• Prior negative birth experiences
  • Prior negative medical experiences in general
  • Distrust of doctors or the healthcare system
  • Prior miscarriage, stillbirth, or loss of a child
  • Anticipating lifestyle changes after birth

What is Tokophobia?

Tokophobia is an extreme fear of childbirth that causes severe psychological distress. While tokophobia can cause a person to avoid pregnancy, it can also start while you’re pregnant. It’s more common in people who have never given birth compared to those who’ve been in labor before.

Causes of tokophobia may be similar to the causes of anxiety about labor, like having a belief that labor is dangerous. However, often the causes of tokophobia run deeper. Tokophobia can happen if there’s negative birth stories in your family or if you have a history of anxiety disorder. It may also be caused by sexual abuse and/or post-traumatic stress disorder (PTSD).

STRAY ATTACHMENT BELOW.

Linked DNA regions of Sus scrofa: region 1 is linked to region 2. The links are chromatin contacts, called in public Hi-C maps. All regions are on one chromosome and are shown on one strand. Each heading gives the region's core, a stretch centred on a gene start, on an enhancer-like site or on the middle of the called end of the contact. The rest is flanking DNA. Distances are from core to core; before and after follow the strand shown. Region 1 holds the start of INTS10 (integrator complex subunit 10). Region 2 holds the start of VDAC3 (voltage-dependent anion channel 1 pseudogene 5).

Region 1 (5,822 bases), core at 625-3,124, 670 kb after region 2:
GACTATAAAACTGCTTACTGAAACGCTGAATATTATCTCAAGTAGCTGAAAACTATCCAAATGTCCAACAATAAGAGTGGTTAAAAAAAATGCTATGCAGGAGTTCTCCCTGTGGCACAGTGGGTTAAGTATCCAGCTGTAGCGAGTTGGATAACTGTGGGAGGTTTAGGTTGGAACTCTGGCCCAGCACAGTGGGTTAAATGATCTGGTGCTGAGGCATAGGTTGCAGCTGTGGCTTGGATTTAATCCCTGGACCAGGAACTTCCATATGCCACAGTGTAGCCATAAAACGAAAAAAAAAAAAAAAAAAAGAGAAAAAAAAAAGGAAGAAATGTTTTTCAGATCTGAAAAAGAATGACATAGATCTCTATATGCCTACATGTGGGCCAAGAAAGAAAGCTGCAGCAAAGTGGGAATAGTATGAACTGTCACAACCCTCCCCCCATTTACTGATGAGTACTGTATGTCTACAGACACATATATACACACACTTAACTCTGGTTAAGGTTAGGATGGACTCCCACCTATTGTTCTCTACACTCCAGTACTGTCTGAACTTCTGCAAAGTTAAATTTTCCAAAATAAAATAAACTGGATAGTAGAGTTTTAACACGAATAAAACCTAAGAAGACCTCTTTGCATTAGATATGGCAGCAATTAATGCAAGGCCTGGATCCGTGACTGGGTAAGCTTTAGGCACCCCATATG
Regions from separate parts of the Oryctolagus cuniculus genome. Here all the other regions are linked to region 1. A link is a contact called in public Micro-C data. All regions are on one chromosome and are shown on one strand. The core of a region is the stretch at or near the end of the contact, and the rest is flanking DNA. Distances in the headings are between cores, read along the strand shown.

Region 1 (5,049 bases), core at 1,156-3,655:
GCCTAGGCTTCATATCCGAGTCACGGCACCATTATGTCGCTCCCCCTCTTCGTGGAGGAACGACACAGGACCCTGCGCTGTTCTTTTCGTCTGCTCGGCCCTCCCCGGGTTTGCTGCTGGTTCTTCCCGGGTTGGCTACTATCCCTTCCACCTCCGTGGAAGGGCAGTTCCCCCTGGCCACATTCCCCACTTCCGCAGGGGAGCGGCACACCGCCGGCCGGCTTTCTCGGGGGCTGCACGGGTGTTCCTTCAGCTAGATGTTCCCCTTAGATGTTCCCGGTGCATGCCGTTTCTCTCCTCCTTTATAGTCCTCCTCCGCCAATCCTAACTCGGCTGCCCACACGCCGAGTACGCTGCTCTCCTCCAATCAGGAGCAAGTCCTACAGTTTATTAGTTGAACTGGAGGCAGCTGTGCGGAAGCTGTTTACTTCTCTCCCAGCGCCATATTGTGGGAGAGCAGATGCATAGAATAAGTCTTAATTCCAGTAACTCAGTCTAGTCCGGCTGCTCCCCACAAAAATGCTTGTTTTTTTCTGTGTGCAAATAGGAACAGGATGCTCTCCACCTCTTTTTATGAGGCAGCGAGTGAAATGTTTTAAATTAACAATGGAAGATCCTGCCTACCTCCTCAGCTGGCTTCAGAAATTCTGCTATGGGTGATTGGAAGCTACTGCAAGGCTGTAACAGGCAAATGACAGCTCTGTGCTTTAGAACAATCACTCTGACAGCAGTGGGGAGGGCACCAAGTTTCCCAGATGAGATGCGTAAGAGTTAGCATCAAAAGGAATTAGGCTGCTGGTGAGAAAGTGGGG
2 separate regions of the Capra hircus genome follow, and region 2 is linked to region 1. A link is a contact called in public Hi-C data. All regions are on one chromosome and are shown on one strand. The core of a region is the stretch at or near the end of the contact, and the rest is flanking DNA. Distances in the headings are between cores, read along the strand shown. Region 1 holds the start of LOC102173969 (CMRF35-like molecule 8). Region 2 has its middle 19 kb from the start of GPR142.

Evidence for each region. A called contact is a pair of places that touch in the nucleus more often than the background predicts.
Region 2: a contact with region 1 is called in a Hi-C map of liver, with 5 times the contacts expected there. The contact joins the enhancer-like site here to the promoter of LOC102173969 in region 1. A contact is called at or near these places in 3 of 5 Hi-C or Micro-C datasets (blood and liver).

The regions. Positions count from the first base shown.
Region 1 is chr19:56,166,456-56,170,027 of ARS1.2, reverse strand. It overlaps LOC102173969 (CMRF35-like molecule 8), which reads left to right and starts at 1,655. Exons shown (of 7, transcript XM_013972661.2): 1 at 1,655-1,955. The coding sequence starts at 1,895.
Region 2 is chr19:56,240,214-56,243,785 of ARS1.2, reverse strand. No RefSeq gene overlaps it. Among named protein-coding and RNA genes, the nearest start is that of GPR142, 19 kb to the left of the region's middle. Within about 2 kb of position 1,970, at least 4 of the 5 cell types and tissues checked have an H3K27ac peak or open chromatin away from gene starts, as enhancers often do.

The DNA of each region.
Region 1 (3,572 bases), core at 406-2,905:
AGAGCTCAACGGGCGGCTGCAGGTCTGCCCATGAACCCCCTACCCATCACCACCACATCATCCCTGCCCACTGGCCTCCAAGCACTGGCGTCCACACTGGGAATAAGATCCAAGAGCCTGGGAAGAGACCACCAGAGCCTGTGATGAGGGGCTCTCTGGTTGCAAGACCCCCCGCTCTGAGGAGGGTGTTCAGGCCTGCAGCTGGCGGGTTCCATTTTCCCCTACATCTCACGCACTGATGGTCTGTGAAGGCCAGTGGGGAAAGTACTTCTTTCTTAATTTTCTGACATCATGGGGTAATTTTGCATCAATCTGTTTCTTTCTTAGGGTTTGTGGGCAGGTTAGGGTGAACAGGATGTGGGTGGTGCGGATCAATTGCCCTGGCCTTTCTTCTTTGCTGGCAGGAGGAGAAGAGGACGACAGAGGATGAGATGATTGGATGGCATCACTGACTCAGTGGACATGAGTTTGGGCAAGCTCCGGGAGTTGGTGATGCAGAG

Tokophobia can feel isolating because other people may not understand your fear. If you can relate, know that tokophobia is a mental health condition and you deserve support. Although you may feel helpless, know it’s possible to have a positive birth experience.

If you think you have tokophobia, it’s important to seek professional help. A counselor or psychotherapist may use therapies like cognitive behavioral therapy (CBT) or eye movement desensitization and reprocessing (EDMR) to reduce fear.

How to Manage Labor Anxiety & Tokophobia

If you’re struggling with anxiety about giving birth or tokophobia, below are some suggestions to ease your anxiety.

Choose a Healthcare Team You Trust

If you don’t trust your healthcare team, you’re more likely to worry about going into labor.

One study found that women who had a prior negative birth experience (even without complications) were more likely to have a fear of childbirth. This supports the idea that a bad healthcare team leads to a bad birthing experience—even if there’s no medical problems.